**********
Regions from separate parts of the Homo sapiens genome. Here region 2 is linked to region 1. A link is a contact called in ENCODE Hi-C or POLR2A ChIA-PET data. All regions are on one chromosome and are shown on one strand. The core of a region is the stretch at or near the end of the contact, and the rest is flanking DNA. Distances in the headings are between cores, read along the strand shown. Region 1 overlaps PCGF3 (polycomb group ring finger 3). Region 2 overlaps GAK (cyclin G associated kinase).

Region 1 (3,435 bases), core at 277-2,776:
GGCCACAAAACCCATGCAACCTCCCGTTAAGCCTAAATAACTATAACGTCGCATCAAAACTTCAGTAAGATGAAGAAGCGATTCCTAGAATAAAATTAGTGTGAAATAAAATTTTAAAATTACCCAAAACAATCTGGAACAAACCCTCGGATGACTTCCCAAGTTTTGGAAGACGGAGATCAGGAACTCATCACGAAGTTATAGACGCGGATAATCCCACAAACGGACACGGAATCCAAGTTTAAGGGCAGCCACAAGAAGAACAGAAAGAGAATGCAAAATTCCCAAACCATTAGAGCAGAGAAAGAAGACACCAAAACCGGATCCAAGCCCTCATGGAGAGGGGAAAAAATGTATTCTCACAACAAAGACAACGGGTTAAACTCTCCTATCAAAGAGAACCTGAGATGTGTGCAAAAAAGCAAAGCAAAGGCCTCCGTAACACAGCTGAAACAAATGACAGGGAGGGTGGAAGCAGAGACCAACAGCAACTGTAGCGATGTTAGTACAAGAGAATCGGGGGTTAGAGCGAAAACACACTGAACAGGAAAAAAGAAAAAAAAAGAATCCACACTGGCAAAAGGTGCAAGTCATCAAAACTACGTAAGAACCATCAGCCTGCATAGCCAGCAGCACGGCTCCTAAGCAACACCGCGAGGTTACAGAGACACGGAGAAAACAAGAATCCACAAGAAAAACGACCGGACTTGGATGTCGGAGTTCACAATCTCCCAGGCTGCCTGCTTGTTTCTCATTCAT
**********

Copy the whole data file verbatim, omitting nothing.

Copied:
Regions from separate parts of the Homo sapiens genome. Here region 2 is linked to region 1. A link is a contact called in ENCODE Hi-C or POLR2A ChIA-PET data. All regions are on one chromosome and are shown on one strand. The core of a region is the stretch at or near the end of the contact, and the rest is flanking DNA. Distances in the headings are between cores, read along the strand shown. Region 1 overlaps PCGF3 (polycomb group ring finger 3). Region 2 overlaps GAK (cyclin G associated kinase).

Region 1 (3,435 bases), core at 277-2,776:
GGCCACAAAACCCATGCAACCTCCCGTTAAGCCTAAATAACTATAACGTCGCATCAAAACTTCAGTAAGATGAAGAAGCGATTCCTAGAATAAAATTAGTGTGAAATAAAATTTTAAAATTACCCAAAACAATCTGGAACAAACCCTCGGATGACTTCCCAAGTTTTGGAAGACGGAGATCAGGAACTCATCACGAAGTTATAGACGCGGATAATCCCACAAACGGACACGGAATCCAAGTTTAAGGGCAGCCACAAGAAGAACAGAAAGAGAATGCAAAATTCCCAAACCATTAGAGCAGAGAAAGAAGACACCAAAACCGGATCCAAGCCCTCATGGAGAGGGGAAAAAATGTATTCTCACAACAAAGACAACGGGTTAAACTCTCCTATCAAAGAGAACCTGAGATGTGTGCAAAAAAGCAAAGCAAAGGCCTCCGTAACACAGCTGAAACAAATGACAGGGAGGGTGGAAGCAGAGACCAACAGCAACTGTAGCGATGTTAGTACAAGAGAATCGGGGGTTAGAGCGAAAACACACTGAACAGGAAAAAAGAAAAAAAAAGAATCCACACTGGCAAAAGGTGCAAGTCATCAAAACTACGTAAGAACCATCAGCCTGCATAGCCAGCAGCACGGCTCCTAAGCAACACCGCGAGGTTACAGAGACACGGAGAAAACAAGAATCCACAAGAAAAACGACCGGACTTGGATGTCGGAGTTCACAATCTCCCAGGCTGCCTGCTTGTTTCTCATTCAT